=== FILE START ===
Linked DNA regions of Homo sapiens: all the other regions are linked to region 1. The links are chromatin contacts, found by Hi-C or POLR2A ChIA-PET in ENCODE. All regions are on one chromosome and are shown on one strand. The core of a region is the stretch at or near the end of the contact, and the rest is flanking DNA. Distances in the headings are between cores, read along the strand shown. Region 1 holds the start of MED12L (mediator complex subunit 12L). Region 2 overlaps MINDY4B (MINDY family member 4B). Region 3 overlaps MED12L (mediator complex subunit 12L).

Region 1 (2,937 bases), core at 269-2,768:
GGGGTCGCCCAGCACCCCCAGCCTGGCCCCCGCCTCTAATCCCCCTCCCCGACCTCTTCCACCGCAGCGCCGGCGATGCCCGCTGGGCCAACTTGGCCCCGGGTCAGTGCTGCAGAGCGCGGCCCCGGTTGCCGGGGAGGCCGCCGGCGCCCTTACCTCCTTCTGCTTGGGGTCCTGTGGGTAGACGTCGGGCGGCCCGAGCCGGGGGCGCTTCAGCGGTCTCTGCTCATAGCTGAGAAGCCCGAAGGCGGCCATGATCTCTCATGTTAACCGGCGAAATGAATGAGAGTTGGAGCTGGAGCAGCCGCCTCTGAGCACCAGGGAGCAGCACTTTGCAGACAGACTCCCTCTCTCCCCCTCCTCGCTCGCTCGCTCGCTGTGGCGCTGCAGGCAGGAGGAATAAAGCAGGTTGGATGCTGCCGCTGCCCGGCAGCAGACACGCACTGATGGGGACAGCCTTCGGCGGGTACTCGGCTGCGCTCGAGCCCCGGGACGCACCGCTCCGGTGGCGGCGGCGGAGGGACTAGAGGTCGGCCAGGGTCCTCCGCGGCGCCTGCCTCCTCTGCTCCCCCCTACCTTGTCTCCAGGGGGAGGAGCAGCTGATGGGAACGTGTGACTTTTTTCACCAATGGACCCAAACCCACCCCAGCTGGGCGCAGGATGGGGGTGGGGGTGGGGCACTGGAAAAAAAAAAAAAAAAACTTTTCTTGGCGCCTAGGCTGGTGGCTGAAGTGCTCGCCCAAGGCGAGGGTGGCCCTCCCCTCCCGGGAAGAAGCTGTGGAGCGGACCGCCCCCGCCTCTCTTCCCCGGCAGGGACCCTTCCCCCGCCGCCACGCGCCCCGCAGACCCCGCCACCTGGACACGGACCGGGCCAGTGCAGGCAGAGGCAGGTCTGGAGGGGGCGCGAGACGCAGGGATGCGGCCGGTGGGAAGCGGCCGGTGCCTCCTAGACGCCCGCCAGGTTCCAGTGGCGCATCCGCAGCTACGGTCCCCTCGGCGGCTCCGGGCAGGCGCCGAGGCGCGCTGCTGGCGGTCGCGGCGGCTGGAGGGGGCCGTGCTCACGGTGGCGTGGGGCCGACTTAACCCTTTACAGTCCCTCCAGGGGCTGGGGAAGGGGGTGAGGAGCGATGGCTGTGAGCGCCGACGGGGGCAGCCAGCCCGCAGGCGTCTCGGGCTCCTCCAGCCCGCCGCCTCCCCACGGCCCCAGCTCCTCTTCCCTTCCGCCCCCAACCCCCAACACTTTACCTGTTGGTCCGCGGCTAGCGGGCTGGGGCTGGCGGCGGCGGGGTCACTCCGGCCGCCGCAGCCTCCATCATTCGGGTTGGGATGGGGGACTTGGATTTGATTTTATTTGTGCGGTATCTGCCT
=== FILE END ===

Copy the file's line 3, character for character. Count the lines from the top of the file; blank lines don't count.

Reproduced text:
GGGGTCGCCCAGCACCCCCAGCCTGGCCCCCGCCTCTAATCCCCCTCCCCGACCTCTTCCACCGCAGCGCCGGCGATGCCCGCTGGGCCAACTTGGCCCCGGGTCAGTGCTGCAGAGCGCGGCCCCGGTTGCCGGGGAGGCCGCCGGCGCCCTTACCTCCTTCTGCTTGGGGTCCTGTGGGTAGACGTCGGGCGGCCCGAGCCGGGGGCGCTTCAGCGGTCTCTGCTCATAGCTGAGAAGCCCGAAGGCGGCCATGATCTCTCATGTTAACCGGCGAAATGAATGAGAGTTGGAGCTGGAGCAGCCGCCTCTGAGCACCAGGGAGCAGCACTTTGCAGACAGACTCCCTCTCTCCCCCTCCTCGCTCGCTCGCTCGCTGTGGCGCTGCAGGCAGGAGGAATAAAGCAGGTTGGATGCTGCCGCTGCCCGGCAGCAGACACGCACTGATGGGGACAGCCTTCGGCGGGTACTCGGCTGCGCTCGAGCCCCGGGACGCACCGCTCCGGTGGCGGCGGCGGAGGGACTAGAGGTCGGCCAGGGTCCTCCGCGGCGCCTGCCTCCTCTGCTCCCCCCTACCTTGTCTCCAGGGGGAGGAGCAGCTGATGGGAACGTGTGACTTTTTTCACCAATGGACCCAAACCCACCCCAGCTGGGCGCAGGATGGGGGTGGGGGTGGGGCACTGGAAAAAAAAAAAAAAAAACTTTTCTTGGCGCCTAGGCTGGTGGCTGAAGTGCTCGCCCAAGGCGAGGGTGGCCCTCCCCTCCCGGGAAGAAGCTGTGGAGCGGACCGCCCCCGCCTCTCTTCCCCGGCAGGGACCCTTCCCCCGCCGCCACGCGCCCCGCAGACCCCGCCACCTGGACACGGACCGGGCCAGTGCAGGCAGAGGCAGGTCTGGAGGGGGCGCGAGACGCAGGGATGCGGCCGGTGGGAAGCGGCCGGTGCCTCCTAGACGCCCGCCAGGTTCCAGTGGCGCATCCGCAGCTACGGTCCCCTCGGCGGCTCCGGGCAGGCGCCGAGGCGCGCTGCTGGCGGTCGCGGCGGCTGGAGGGGGCCGTGCTCACGGTGGCGTGGGGCCGACTTAACCCTTTACAGTCCCTCCAGGGGCTGGGGAAGGGGGTGAGGAGCGATGGCTGTGAGCGCCGACGGGGGCAGCCAGCCCGCAGGCGTCTCGGGCTCCTCCAGCCCGCCGCCTCCCCACGGCCCCAGCTCCTCTTCCCTTCCGCCCCCAACCCCCAACACTTTACCTGTTGGTCCGCGGCTAGCGGGCTGGGGCTGGCGGCGGCGGGGTCACTCCGGCCGCCGCAGCCTCCATCATTCGGGTTGGGATGGGGGACTTGGATTTGATTTTATTTGTGCGGTATCTGCCT